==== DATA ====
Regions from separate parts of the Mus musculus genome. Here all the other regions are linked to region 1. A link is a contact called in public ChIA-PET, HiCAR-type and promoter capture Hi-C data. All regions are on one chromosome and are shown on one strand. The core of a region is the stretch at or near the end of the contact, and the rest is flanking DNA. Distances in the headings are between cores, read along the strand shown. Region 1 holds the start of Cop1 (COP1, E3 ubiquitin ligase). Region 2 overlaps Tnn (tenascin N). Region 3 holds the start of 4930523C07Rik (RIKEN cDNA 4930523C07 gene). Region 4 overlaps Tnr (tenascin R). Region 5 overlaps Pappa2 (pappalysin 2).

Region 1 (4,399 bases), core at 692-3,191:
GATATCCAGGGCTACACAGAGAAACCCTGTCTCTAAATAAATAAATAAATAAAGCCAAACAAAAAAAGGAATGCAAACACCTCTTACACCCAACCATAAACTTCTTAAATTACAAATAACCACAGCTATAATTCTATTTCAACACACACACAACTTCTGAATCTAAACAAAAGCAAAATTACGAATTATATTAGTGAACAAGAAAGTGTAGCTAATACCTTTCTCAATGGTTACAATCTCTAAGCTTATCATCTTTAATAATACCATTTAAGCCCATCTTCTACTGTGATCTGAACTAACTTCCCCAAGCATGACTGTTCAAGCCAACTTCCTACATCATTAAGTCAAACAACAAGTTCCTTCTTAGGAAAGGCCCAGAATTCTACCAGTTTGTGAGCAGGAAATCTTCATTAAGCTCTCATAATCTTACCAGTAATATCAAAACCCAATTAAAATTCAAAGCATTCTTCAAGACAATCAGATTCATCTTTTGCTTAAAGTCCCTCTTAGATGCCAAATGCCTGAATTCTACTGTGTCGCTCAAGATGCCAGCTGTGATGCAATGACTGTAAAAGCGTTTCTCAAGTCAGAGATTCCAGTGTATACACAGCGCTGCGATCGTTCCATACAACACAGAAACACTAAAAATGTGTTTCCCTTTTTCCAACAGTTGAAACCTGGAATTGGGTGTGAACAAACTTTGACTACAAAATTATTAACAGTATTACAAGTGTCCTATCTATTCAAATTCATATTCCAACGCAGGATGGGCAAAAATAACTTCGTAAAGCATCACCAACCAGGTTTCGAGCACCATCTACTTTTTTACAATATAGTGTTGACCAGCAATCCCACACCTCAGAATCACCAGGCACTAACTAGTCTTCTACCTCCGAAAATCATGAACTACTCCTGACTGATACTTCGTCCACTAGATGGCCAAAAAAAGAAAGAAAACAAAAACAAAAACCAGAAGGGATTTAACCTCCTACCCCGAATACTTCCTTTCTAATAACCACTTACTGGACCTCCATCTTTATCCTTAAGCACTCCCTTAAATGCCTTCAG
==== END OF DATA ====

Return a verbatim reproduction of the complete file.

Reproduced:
Regions from separate parts of the Mus musculus genome. Here all the other regions are linked to region 1. A link is a contact called in public ChIA-PET, HiCAR-type and promoter capture Hi-C data. All regions are on one chromosome and are shown on one strand. The core of a region is the stretch at or near the end of the contact, and the rest is flanking DNA. Distances in the headings are between cores, read along the strand shown. Region 1 holds the start of Cop1 (COP1, E3 ubiquitin ligase). Region 2 overlaps Tnn (tenascin N). Region 3 holds the start of 4930523C07Rik (RIKEN cDNA 4930523C07 gene). Region 4 overlaps Tnr (tenascin R). Region 5 overlaps Pappa2 (pappalysin 2).

Region 1 (4,399 bases), core at 692-3,191:
GATATCCAGGGCTACACAGAGAAACCCTGTCTCTAAATAAATAAATAAATAAAGCCAAACAAAAAAAGGAATGCAAACACCTCTTACACCCAACCATAAACTTCTTAAATTACAAATAACCACAGCTATAATTCTATTTCAACACACACACAACTTCTGAATCTAAACAAAAGCAAAATTACGAATTATATTAGTGAACAAGAAAGTGTAGCTAATACCTTTCTCAATGGTTACAATCTCTAAGCTTATCATCTTTAATAATACCATTTAAGCCCATCTTCTACTGTGATCTGAACTAACTTCCCCAAGCATGACTGTTCAAGCCAACTTCCTACATCATTAAGTCAAACAACAAGTTCCTTCTTAGGAAAGGCCCAGAATTCTACCAGTTTGTGAGCAGGAAATCTTCATTAAGCTCTCATAATCTTACCAGTAATATCAAAACCCAATTAAAATTCAAAGCATTCTTCAAGACAATCAGATTCATCTTTTGCTTAAAGTCCCTCTTAGATGCCAAATGCCTGAATTCTACTGTGTCGCTCAAGATGCCAGCTGTGATGCAATGACTGTAAAAGCGTTTCTCAAGTCAGAGATTCCAGTGTATACACAGCGCTGCGATCGTTCCATACAACACAGAAACACTAAAAATGTGTTTCCCTTTTTCCAACAGTTGAAACCTGGAATTGGGTGTGAACAAACTTTGACTACAAAATTATTAACAGTATTACAAGTGTCCTATCTATTCAAATTCATATTCCAACGCAGGATGGGCAAAAATAACTTCGTAAAGCATCACCAACCAGGTTTCGAGCACCATCTACTTTTTTACAATATAGTGTTGACCAGCAATCCCACACCTCAGAATCACCAGGCACTAACTAGTCTTCTACCTCCGAAAATCATGAACTACTCCTGACTGATACTTCGTCCACTAGATGGCCAAAAAAAGAAAGAAAACAAAAACAAAAACCAGAAGGGATTTAACCTCCTACCCCGAATACTTCCTTTCTAATAACCACTTACTGGACCTCCATCTTTATCCTTAAGCACTCCCTTAAATGCCTTCAG